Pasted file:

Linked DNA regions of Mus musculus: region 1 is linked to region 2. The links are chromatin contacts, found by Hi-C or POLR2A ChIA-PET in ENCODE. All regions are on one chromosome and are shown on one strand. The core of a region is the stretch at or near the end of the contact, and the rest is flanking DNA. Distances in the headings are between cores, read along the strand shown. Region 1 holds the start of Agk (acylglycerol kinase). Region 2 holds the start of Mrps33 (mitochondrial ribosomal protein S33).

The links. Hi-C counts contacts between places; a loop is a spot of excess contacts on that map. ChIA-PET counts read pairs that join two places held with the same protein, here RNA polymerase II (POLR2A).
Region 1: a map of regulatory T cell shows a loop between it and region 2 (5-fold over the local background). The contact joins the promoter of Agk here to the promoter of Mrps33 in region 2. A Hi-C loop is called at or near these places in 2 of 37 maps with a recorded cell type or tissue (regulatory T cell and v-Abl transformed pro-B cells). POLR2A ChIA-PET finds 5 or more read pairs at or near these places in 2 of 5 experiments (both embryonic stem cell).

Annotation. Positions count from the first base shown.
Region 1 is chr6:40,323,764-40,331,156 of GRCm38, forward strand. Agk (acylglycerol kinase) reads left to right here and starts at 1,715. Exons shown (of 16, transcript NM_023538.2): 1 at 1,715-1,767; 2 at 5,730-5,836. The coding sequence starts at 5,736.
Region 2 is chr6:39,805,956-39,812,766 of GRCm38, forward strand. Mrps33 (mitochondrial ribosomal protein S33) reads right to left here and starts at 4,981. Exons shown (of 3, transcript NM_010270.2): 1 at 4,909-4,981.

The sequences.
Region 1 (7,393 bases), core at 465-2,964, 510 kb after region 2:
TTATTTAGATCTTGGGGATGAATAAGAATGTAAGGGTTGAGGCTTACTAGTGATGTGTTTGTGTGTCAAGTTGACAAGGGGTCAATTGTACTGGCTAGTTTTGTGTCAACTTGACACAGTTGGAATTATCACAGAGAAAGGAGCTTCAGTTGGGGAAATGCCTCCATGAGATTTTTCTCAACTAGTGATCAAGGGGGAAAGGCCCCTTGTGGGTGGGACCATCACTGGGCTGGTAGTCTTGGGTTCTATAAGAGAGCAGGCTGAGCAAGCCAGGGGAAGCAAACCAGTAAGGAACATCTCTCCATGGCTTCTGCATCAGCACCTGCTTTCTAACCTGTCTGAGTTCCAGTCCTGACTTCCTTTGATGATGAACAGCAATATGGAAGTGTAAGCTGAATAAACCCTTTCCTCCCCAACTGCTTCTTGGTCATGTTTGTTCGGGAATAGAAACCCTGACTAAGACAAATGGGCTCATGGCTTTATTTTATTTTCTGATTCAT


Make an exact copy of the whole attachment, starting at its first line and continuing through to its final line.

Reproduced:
Linked DNA regions of Mus musculus: region 1 is linked to region 2. The links are chromatin contacts, found by Hi-C or POLR2A ChIA-PET in ENCODE. All regions are on one chromosome and are shown on one strand. The core of a region is the stretch at or near the end of the contact, and the rest is flanking DNA. Distances in the headings are between cores, read along the strand shown. Region 1 holds the start of Agk (acylglycerol kinase). Region 2 holds the start of Mrps33 (mitochondrial ribosomal protein S33).

The links. Hi-C counts contacts between places; a loop is a spot of excess contacts on that map. ChIA-PET counts read pairs that join two places held with the same protein, here RNA polymerase II (POLR2A).
Region 1: a map of regulatory T cell shows a loop between it and region 2 (5-fold over the local background). The contact joins the promoter of Agk here to the promoter of Mrps33 in region 2. A Hi-C loop is called at or near these places in 2 of 37 maps with a recorded cell type or tissue (regulatory T cell and v-Abl transformed pro-B cells). POLR2A ChIA-PET finds 5 or more read pairs at or near these places in 2 of 5 experiments (both embryonic stem cell).

Annotation. Positions count from the first base shown.
Region 1 is chr6:40,323,764-40,331,156 of GRCm38, forward strand. Agk (acylglycerol kinase) reads left to right here and starts at 1,715. Exons shown (of 16, transcript NM_023538.2): 1 at 1,715-1,767; 2 at 5,730-5,836. The coding sequence starts at 5,736.
Region 2 is chr6:39,805,956-39,812,766 of GRCm38, forward strand. Mrps33 (mitochondrial ribosomal protein S33) reads right to left here and starts at 4,981. Exons shown (of 3, transcript NM_010270.2): 1 at 4,909-4,981.

The sequences.
Region 1 (7,393 bases), core at 465-2,964, 510 kb after region 2:
TTATTTAGATCTTGGGGATGAATAAGAATGTAAGGGTTGAGGCTTACTAGTGATGTGTTTGTGTGTCAAGTTGACAAGGGGTCAATTGTACTGGCTAGTTTTGTGTCAACTTGACACAGTTGGAATTATCACAGAGAAAGGAGCTTCAGTTGGGGAAATGCCTCCATGAGATTTTTCTCAACTAGTGATCAAGGGGGAAAGGCCCCTTGTGGGTGGGACCATCACTGGGCTGGTAGTCTTGGGTTCTATAAGAGAGCAGGCTGAGCAAGCCAGGGGAAGCAAACCAGTAAGGAACATCTCTCCATGGCTTCTGCATCAGCACCTGCTTTCTAACCTGTCTGAGTTCCAGTCCTGACTTCCTTTGATGATGAACAGCAATATGGAAGTGTAAGCTGAATAAACCCTTTCCTCCCCAACTGCTTCTTGGTCATGTTTGTTCGGGAATAGAAACCCTGACTAAGACAAATGGGCTCATGGCTTTATTTTATTTTCTGATTCAT